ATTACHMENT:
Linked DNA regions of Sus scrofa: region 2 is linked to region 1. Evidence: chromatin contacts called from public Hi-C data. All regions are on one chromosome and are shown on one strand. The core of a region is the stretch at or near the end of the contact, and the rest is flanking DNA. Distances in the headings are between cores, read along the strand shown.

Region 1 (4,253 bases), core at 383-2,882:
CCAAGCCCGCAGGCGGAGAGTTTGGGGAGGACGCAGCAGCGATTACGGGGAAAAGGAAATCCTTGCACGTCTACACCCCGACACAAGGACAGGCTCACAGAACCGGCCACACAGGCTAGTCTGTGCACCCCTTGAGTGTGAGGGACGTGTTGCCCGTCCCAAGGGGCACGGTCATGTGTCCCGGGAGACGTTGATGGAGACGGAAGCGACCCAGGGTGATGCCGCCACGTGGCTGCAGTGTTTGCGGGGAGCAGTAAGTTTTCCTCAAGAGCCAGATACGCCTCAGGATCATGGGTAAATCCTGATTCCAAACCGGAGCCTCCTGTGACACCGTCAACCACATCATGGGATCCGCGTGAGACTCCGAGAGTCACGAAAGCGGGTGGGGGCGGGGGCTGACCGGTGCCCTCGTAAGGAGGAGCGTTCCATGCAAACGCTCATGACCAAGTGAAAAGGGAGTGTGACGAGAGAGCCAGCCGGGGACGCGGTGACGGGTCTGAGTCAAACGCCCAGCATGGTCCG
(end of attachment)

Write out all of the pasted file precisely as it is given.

Linked DNA regions of Sus scrofa: region 2 is linked to region 1. Evidence: chromatin contacts called from public Hi-C data. All regions are on one chromosome and are shown on one strand. The core of a region is the stretch at or near the end of the contact, and the rest is flanking DNA. Distances in the headings are between cores, read along the strand shown.

Region 1 (4,253 bases), core at 383-2,882:
CCAAGCCCGCAGGCGGAGAGTTTGGGGAGGACGCAGCAGCGATTACGGGGAAAAGGAAATCCTTGCACGTCTACACCCCGACACAAGGACAGGCTCACAGAACCGGCCACACAGGCTAGTCTGTGCACCCCTTGAGTGTGAGGGACGTGTTGCCCGTCCCAAGGGGCACGGTCATGTGTCCCGGGAGACGTTGATGGAGACGGAAGCGACCCAGGGTGATGCCGCCACGTGGCTGCAGTGTTTGCGGGGAGCAGTAAGTTTTCCTCAAGAGCCAGATACGCCTCAGGATCATGGGTAAATCCTGATTCCAAACCGGAGCCTCCTGTGACACCGTCAACCACATCATGGGATCCGCGTGAGACTCCGAGAGTCACGAAAGCGGGTGGGGGCGGGGGCTGACCGGTGCCCTCGTAAGGAGGAGCGTTCCATGCAAACGCTCATGACCAAGTGAAAAGGGAGTGTGACGAGAGAGCCAGCCGGGGACGCGGTGACGGGTCTGAGTCAAACGCCCAGCATGGTCCG